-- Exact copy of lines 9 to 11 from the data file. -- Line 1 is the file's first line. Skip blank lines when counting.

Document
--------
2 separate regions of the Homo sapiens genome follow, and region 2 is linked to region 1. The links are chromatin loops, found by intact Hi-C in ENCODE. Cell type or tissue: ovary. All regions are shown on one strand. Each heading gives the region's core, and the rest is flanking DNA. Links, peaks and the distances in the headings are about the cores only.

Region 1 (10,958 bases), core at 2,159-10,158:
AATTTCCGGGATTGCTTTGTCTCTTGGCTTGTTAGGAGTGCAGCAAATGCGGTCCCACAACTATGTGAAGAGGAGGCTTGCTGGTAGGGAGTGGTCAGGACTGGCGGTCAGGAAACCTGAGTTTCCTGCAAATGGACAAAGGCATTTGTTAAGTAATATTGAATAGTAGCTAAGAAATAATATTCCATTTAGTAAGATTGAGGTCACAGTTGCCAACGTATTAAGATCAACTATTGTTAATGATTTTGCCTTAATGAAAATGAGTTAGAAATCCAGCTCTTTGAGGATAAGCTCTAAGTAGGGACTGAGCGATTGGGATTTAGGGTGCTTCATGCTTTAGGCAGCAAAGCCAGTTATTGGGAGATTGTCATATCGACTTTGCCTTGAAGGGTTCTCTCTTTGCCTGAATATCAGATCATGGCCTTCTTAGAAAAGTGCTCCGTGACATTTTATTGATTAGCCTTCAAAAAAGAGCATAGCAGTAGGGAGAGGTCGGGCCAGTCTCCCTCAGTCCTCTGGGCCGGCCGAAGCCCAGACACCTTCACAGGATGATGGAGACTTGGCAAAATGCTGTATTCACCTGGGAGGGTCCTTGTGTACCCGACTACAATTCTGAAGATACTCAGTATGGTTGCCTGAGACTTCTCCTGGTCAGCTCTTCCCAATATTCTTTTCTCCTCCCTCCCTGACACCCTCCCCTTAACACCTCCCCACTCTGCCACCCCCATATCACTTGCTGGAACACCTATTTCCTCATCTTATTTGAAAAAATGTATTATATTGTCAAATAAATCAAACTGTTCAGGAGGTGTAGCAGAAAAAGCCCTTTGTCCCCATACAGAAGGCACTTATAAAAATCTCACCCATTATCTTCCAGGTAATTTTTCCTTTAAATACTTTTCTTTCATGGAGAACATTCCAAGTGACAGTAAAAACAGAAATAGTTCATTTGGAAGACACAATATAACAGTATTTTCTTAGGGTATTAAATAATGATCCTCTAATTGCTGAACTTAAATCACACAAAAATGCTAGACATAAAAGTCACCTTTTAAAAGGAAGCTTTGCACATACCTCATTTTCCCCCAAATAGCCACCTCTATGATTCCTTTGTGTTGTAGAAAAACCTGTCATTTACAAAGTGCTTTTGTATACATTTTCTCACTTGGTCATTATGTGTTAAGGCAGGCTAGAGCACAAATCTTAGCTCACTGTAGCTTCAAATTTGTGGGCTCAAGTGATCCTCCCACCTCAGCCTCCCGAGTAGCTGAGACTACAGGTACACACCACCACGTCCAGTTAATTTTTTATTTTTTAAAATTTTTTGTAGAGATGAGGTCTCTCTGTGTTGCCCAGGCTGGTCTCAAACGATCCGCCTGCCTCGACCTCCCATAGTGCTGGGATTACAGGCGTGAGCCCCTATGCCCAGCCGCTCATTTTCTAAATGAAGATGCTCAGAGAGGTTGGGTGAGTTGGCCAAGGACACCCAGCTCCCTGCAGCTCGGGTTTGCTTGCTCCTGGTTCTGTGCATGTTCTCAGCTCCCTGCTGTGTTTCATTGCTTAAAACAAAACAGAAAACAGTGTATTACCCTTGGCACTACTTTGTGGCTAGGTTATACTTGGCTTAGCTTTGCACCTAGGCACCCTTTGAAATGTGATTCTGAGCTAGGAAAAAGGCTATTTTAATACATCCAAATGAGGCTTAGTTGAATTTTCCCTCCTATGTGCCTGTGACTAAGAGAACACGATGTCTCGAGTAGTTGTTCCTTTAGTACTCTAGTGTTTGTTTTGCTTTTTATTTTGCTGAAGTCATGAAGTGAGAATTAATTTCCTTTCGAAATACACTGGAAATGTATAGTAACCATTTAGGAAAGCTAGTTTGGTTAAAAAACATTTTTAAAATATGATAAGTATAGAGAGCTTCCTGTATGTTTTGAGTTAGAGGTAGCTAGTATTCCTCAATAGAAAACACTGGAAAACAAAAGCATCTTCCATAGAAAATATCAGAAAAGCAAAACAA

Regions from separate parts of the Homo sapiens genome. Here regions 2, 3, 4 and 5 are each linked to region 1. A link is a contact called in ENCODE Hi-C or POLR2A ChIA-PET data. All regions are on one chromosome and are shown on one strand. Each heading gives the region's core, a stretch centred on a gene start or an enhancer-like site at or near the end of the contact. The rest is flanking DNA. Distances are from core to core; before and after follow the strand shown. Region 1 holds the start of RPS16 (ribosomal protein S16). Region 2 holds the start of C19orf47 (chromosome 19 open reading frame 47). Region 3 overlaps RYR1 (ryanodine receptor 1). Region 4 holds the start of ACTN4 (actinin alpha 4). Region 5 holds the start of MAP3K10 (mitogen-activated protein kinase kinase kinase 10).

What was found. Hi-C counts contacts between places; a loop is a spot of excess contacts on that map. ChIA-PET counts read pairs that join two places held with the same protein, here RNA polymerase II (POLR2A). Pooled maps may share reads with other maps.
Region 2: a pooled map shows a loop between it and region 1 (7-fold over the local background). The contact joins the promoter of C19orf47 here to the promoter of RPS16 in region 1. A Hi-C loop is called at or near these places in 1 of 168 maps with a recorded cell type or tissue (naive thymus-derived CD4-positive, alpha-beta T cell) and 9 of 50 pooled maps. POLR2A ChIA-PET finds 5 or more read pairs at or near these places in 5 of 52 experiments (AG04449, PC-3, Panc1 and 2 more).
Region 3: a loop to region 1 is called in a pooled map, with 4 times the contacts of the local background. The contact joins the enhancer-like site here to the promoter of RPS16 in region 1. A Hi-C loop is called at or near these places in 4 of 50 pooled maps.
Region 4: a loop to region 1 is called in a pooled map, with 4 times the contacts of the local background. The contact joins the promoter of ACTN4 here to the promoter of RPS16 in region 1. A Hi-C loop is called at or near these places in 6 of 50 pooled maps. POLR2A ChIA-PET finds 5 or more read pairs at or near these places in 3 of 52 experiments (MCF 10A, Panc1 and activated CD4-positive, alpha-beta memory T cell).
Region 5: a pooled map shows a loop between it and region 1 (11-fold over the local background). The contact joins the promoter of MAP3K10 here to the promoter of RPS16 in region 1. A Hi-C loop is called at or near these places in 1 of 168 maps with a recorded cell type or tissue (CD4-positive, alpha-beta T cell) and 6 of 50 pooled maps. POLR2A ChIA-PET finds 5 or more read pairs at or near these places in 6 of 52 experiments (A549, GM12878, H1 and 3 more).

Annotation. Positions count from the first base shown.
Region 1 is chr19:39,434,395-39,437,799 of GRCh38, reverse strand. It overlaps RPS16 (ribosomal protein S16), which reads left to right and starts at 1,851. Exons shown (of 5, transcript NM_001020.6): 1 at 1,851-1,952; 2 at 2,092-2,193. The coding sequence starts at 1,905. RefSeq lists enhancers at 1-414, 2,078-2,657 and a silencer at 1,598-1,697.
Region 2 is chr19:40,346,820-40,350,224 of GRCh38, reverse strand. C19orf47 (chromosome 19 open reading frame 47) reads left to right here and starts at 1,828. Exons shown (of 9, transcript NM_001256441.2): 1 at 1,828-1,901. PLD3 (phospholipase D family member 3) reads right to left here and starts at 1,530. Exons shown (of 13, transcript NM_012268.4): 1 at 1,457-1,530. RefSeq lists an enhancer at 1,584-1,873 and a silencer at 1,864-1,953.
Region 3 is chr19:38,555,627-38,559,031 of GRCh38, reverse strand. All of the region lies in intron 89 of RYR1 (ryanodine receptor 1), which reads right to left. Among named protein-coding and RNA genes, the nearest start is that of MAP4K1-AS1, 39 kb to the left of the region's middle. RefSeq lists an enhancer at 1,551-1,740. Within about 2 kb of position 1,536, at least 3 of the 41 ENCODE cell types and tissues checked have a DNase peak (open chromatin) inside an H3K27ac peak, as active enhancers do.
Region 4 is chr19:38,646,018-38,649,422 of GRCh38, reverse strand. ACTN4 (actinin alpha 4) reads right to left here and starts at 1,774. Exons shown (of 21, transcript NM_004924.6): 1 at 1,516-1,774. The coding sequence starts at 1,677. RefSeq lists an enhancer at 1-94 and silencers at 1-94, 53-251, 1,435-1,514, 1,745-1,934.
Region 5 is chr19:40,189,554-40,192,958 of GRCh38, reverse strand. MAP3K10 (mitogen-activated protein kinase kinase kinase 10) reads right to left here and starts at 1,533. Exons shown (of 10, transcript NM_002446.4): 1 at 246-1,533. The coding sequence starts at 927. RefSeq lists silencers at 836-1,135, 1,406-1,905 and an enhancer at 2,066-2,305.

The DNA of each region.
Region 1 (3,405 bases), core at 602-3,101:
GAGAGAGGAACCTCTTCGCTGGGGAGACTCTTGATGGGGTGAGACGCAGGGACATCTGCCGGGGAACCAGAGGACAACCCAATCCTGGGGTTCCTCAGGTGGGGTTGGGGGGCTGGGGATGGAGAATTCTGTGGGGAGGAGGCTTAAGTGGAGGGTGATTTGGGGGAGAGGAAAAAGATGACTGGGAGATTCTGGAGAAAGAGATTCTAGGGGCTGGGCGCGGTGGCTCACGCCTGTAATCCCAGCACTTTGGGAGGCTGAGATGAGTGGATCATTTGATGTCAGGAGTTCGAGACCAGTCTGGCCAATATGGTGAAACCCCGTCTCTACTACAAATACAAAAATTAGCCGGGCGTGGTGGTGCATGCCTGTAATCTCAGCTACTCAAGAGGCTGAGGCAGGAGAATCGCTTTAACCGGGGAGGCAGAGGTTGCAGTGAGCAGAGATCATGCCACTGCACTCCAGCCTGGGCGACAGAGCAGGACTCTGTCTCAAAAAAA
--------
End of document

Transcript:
Region 5: a pooled map shows a loop between it and region 1 (11-fold over the local background). The contact joins the promoter of MAP3K10 here to the promoter of RPS16 in region 1. A Hi-C loop is called at or near these places in 1 of 168 maps with a recorded cell type or tissue (CD4-positive, alpha-beta T cell) and 6 of 50 pooled maps. POLR2A ChIA-PET finds 5 or more read pairs at or near these places in 6 of 52 experiments (A549, GM12878, H1 and 3 more).

Annotation. Positions count from the first base shown.
Region 1 is chr19:39,434,395-39,437,799 of GRCh38, reverse strand. It overlaps RPS16 (ribosomal protein S16), which reads left to right and starts at 1,851. Exons shown (of 5, transcript NM_001020.6): 1 at 1,851-1,952; 2 at 2,092-2,193. The coding sequence starts at 1,905. RefSeq lists enhancers at 1-414, 2,078-2,657 and a silencer at 1,598-1,697.